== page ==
Was yesterday the Lib Dems’ first step towards a 2015 coalition with Labour?
There’s much despair in Conservative ranks today, as MPs and activists suddenly wake up to how hard it’s now going to be to win an outright majority at the next election.
Tim Montgomerie on the Conservative Home website describes it as the party’s worst day since Black Wednesday 20 years ago.
The proposed new constituency boundaries were expected to be the equivalent of an extra 20 seats for the Conservatives at the next election. That may not sound much but consider what Professor John Curtice of Strathclyde University, one of Britain’s foremost election analysts, said today: “With the boundary review in place, the seven-point lead over Labour the Tories secured in 2010 might just have been enough to secure a narrow overall majority.
“Without it, then, on the conventional calculations, the party will need no less than an 11-point lead – not just one more heave but a landslide. With the party now finally beginning to suffer mid-term blues, achieving such a result has come to look like a bit of a tall order.”
That’s a difference of 4 per cent, quite substantial in electoral terms. And Tim Montgomerie points out that the Conservatives only gained 3 per cent during in the 2005-10 parliament. And then the party was in opposition. A majority Conservative government in 2015 suddenly looks a lot, lot less likely.
The best David Cameron can probably hope for is that he again emerges as leader of the largest party. Let’s imagine that happens, and so as in 2010 he enters talks in the Cabinet Office with the Lib Dems to see what kind of deal they can reach. Only in 2015 it’s likely (on current polling form) to be a rather smaller group of Lib Dem MPs, which gives their claim for a place in Government a bit less legitimacy.
So what does Cameron talk about with Nick Clegg (let’s assume for now that’s it’s still Nick Clegg, though that’s far from certain)? What kind of 2015 Coalition Agreement could they cobble together for another five-year term?
It’s hard to think of anything substantial which the parties would agree on which hasn’t already been done, or is likely to done in the remaining two-and-a-half years of this parliament. One thing is sure, David Cameron won’t be able to offer Nick Clegg his much treasured reform of the House of Lords reform.
“You’ve got to be joking,” would be Clegg’s reply. “You simply can’t deliver your MPs. How would things be any different next time to what happened back in 2012, even if Jesse Norman and Nadhim Zahawi are now in your Cabinet?” And on everything else the larger of joint policies for the Conservatives and Lib dems to pursue would be pretty much exhausted.
Ed Miliband, in contrast, would now have the trump card to play with the Lib Dems. He could offer them Lords reform as the centrepiece of a new constitutional reform package, and no doubt the problems of a timetable to get the new Lords bill through the Commons would suddenly vanish. And there’d be a lot more besides on which the two parties could agree – the rate of cuts, Europe, the environment, housing, City regulation and so on, especially if the Lib Dems replaced Nick Clegg with someone more congenial to Labour.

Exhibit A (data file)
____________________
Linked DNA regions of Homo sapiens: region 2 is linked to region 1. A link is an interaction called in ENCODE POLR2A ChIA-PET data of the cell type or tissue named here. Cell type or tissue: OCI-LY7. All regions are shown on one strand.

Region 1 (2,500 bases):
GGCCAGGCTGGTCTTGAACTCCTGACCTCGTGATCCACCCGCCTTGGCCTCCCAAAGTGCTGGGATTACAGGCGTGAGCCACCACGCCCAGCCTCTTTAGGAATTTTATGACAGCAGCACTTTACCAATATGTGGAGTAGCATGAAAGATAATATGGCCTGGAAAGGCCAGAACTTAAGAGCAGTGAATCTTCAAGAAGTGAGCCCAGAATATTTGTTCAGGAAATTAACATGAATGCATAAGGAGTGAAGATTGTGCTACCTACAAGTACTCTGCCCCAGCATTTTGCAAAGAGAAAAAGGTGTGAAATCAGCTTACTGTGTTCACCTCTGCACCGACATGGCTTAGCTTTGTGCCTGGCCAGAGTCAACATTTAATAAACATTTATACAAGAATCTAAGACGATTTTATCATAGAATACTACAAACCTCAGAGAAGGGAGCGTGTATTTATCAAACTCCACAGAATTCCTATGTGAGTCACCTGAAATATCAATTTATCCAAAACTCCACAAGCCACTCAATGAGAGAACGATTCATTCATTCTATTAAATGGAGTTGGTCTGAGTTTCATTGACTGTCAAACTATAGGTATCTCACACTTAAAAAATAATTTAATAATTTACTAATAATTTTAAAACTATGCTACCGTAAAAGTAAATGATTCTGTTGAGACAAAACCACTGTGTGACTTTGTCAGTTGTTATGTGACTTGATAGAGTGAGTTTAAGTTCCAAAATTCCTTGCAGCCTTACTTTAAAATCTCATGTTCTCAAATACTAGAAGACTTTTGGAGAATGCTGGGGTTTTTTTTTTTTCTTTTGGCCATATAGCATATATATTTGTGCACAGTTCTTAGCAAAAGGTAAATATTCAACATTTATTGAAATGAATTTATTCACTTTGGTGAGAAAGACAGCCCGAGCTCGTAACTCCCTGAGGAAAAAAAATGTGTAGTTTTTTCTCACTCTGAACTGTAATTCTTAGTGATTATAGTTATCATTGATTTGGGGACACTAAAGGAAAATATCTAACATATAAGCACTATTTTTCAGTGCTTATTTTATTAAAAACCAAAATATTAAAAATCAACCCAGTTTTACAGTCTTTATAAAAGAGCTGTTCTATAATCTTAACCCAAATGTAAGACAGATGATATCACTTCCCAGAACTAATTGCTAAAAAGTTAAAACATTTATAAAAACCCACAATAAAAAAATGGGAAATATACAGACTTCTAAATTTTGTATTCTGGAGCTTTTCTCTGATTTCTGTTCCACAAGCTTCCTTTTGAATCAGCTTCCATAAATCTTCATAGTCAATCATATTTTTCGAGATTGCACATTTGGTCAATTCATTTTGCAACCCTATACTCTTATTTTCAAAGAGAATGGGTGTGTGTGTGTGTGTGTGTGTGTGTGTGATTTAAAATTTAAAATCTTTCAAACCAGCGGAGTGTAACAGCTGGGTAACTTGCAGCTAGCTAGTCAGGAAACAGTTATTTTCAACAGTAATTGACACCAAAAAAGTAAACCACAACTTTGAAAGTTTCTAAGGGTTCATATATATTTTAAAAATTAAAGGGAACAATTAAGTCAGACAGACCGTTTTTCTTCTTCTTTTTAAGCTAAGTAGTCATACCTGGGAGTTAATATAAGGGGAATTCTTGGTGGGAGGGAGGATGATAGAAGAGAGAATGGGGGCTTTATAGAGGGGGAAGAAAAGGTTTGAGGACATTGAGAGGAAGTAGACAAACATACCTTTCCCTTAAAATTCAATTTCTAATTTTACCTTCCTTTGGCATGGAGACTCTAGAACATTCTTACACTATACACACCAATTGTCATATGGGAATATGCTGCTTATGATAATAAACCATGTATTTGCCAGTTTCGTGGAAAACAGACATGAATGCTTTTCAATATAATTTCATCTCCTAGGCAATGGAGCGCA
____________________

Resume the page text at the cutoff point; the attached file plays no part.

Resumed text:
It was probably not intended as such, but Nick Clegg’s speech yesterday may have in effect come to be seen as the first step towards the Lib Dems joining Labour in government.
No wonder many Conservatives are so gloomy today. They survey the future with no better prospect of another five years in government with a party with whom they have less and less in common – or alternatively five years in minority government on their own, with all the perils that involves. Neither prospect looks at all appetising. Both would imply five years of doing not very much.
Having said all this, there does seem a surprising optimism in Downing Street right now that “something” will come up in the next 14 months which enables the Tories to get the boundary changes through in time for 2015. But what can Cameron come up with which will persuade the Lib Dems to come back on board, especially when it’s reckoned a dozen Lib Dems would lose their seats under the new constituency map? Something substantial on party funding perhaps?
Then the parliamentary arithmetic, if nearly every Conservative MP votes for the changes in the autumn of next year along perhaps with the eight Democratic Unionist MPs, and if the Lib Dem payroll vote of ministers and PPSs could somehow be be persuaded to abstain, might just get the boundaries through the Commons. But it’s another tall order, involving several “ifs”.
And then there’d be the problem of getting the new boundaries through the Lords, where Labour currently outnumbers the Conservatives. Getting the new boundaries through the upper house would be extremely difficult without appointing a lot more Conservative peers.
That would be the ultimate irony of a saga that contains several ironies already – like appointing more unelected lords so as to reduce the size of the elected Commons.
Follow @MichaelLCrick on Twitter.